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Human cortical perfusion and the arterial pulse: a near-infrared spectroscopy study.

Kwan HC, Cheng A, Liu R, Borrett DS - BMC Physiol. (2004)

Bottom Line: The arterial pulse pattern was extracted from the left middle finger by means of plethesmographic techniques.Cross-correlation analysis was performed to provide evidence for a causal relation between the arterial pulse and relative changes in cortical total hemoglobin.In addition, the determination of the statistical significance of this relation was established by the use of phase-randomized surrogates.

View Article: PubMed Central - HTML - PubMed

Affiliation: Department of Physiology Medical Sciences Building, Room 3232, University of Toronto, 1 King's College Circle, Toronto, ON, M5S 1A8 Canada. h.kwan@utoronto.ca

ABSTRACT

Background: The pulsatile nature of the arterial pulse induces a pulsatile perfusion pattern which can be observed in human cerebral cortex with non-invasive near-infrared spectroscopy. The present study attempts to establish a quantitative relation between these two events, even in situations of very weak signal-to-noise ratio in the cortical perfusion signal. The arterial pulse pattern was extracted from the left middle finger by means of plethesmographic techniques. Changes in cortical perfusion were detected with a continuous-wave reflectance spectrophotometer on the scalp overlying the left prefrontal cortex. Cross-correlation analysis was performed to provide evidence for a causal relation between the arterial pulse and relative changes in cortical total hemoglobin. In addition, the determination of the statistical significance of this relation was established by the use of phase-randomized surrogates.

Results: The results showed statistically significant cross correlation between the arterial and perfusion signals.

Conclusions: The approach designed in the present study can be utilized for a quantitative and continuous assessment of the perfusion states of the cerebral cortex in experimental and clinical settings even in situations of extremely low signal-to-noise ratio.

Show MeSH
Power spectrum of the arterial pulse computed from plethesmographic recording (lower trace of Figure 1) at the left middle finger. Power in arbitrary units.
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Figure 2: Power spectrum of the arterial pulse computed from plethesmographic recording (lower trace of Figure 1) at the left middle finger. Power in arbitrary units.

Mentions: During the period of recording, there was a sizable heart rate variability which contributed to a broad peak in the Fourier spectrum of the arterial pulse signal around 1.3 Hz, with a harmonic around 2.6 Hz (Figure 2). This variability might have contributed to this spectral smearing observed in the cortical signal (Figure 3).


Human cortical perfusion and the arterial pulse: a near-infrared spectroscopy study.

Kwan HC, Cheng A, Liu R, Borrett DS - BMC Physiol. (2004)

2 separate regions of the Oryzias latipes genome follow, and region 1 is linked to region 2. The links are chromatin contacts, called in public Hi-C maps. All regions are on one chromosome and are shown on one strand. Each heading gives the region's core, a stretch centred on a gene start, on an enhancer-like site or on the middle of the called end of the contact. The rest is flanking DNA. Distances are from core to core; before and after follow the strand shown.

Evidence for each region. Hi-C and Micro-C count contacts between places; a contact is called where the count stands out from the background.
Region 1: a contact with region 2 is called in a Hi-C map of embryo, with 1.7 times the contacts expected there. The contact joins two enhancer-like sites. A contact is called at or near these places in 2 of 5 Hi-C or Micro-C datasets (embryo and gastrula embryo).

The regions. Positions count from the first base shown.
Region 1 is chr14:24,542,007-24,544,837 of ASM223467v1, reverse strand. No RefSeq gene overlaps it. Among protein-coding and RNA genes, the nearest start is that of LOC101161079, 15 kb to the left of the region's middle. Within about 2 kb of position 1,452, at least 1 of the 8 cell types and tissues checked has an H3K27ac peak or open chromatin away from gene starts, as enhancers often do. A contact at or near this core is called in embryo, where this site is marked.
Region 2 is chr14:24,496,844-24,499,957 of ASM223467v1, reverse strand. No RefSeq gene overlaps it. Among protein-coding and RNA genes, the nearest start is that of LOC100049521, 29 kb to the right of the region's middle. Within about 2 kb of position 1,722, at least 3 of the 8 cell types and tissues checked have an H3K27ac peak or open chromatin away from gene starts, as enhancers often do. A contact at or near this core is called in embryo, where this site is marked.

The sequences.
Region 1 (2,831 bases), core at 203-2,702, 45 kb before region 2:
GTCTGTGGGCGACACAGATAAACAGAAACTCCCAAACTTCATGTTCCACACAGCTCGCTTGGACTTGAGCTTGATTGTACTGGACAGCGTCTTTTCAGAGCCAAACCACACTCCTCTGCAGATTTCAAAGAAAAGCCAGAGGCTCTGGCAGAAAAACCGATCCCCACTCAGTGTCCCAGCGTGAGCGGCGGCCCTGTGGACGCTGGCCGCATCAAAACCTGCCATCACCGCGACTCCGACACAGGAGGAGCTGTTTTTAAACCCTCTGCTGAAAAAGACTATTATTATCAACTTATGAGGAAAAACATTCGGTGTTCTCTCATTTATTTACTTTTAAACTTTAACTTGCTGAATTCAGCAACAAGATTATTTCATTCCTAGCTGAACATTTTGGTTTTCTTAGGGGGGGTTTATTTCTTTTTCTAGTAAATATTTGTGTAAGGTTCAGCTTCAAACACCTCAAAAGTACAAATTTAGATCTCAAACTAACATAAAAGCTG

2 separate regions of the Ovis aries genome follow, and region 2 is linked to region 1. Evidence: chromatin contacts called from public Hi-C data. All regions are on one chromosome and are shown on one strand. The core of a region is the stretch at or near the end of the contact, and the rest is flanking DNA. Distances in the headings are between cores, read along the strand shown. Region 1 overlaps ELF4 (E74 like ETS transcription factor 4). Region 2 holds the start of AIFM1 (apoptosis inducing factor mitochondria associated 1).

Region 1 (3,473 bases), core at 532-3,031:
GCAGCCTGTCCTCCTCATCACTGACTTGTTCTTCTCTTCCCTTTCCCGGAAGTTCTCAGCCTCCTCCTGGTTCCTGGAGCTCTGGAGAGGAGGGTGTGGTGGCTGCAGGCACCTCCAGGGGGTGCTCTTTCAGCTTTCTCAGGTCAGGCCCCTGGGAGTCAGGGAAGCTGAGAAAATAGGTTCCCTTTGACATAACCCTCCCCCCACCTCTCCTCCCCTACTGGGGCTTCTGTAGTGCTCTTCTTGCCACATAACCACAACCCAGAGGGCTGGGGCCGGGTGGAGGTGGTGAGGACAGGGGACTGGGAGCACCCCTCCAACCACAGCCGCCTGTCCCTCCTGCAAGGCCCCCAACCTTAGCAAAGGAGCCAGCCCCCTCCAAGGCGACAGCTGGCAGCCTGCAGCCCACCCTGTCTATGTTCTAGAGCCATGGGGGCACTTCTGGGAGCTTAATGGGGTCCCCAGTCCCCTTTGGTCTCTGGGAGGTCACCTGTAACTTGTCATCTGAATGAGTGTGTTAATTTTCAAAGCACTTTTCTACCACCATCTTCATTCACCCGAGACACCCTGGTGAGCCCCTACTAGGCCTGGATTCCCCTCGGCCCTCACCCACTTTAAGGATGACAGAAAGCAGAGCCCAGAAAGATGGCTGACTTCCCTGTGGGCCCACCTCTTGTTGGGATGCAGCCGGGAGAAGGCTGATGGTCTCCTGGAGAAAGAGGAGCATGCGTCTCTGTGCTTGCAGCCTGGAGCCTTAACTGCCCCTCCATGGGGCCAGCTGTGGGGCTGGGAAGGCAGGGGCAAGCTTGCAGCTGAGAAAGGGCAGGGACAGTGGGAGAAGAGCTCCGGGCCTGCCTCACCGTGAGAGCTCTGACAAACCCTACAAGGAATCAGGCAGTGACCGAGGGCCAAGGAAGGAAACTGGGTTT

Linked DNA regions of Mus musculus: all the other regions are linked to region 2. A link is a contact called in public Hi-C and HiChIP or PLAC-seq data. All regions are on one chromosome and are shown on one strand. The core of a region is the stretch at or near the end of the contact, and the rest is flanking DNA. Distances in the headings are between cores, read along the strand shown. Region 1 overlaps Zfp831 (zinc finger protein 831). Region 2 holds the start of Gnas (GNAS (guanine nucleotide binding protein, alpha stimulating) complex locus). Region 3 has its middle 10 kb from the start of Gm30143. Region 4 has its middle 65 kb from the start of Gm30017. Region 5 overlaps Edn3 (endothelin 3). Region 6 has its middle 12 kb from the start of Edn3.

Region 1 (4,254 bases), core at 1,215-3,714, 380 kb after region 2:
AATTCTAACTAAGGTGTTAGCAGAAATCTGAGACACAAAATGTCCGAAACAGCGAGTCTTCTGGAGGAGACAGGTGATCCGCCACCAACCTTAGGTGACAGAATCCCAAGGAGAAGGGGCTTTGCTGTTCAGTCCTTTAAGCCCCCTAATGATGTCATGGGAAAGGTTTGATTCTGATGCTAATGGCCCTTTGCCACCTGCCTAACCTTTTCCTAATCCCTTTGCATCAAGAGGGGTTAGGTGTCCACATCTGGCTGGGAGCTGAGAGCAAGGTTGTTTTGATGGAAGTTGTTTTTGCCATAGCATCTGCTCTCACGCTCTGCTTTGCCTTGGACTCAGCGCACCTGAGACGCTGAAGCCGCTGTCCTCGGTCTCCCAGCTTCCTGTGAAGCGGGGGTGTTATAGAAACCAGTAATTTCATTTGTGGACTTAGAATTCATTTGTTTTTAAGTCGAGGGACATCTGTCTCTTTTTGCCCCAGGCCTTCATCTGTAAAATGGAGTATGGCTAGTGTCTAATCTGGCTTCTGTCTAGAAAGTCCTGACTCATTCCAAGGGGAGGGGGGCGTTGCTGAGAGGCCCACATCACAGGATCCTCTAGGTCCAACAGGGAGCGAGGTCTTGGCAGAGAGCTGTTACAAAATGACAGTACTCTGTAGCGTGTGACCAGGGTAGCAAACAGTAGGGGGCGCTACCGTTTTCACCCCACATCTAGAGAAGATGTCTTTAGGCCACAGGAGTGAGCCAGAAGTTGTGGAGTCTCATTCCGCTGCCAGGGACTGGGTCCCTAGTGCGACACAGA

Power spectrum of the arterial pulse computed from plethesmographic recording (lower trace of Figure 1) at the left middle finger. Power in arbitrary units.
© Copyright Policy
Related In: Results  -  Collection

Show All Figures
getmorefigures.php?uid=PMC411046&req=5

Figure 2: Power spectrum of the arterial pulse computed from plethesmographic recording (lower trace of Figure 1) at the left middle finger. Power in arbitrary units.
Mentions: During the period of recording, there was a sizable heart rate variability which contributed to a broad peak in the Fourier spectrum of the arterial pulse signal around 1.3 Hz, with a harmonic around 2.6 Hz (Figure 2). This variability might have contributed to this spectral smearing observed in the cortical signal (Figure 3).

Bottom Line: The arterial pulse pattern was extracted from the left middle finger by means of plethesmographic techniques.Cross-correlation analysis was performed to provide evidence for a causal relation between the arterial pulse and relative changes in cortical total hemoglobin.In addition, the determination of the statistical significance of this relation was established by the use of phase-randomized surrogates.

View Article: PubMed Central - HTML - PubMed

Affiliation: Department of Physiology Medical Sciences Building, Room 3232, University of Toronto, 1 King's College Circle, Toronto, ON, M5S 1A8 Canada. h.kwan@utoronto.ca

ABSTRACT

Background: The pulsatile nature of the arterial pulse induces a pulsatile perfusion pattern which can be observed in human cerebral cortex with non-invasive near-infrared spectroscopy. The present study attempts to establish a quantitative relation between these two events, even in situations of very weak signal-to-noise ratio in the cortical perfusion signal. The arterial pulse pattern was extracted from the left middle finger by means of plethesmographic techniques. Changes in cortical perfusion were detected with a continuous-wave reflectance spectrophotometer on the scalp overlying the left prefrontal cortex. Cross-correlation analysis was performed to provide evidence for a causal relation between the arterial pulse and relative changes in cortical total hemoglobin. In addition, the determination of the statistical significance of this relation was established by the use of phase-randomized surrogates.

Results: The results showed statistically significant cross correlation between the arterial and perfusion signals.

Conclusions: The approach designed in the present study can be utilized for a quantitative and continuous assessment of the perfusion states of the cerebral cortex in experimental and clinical settings even in situations of extremely low signal-to-noise ratio.

Show MeSH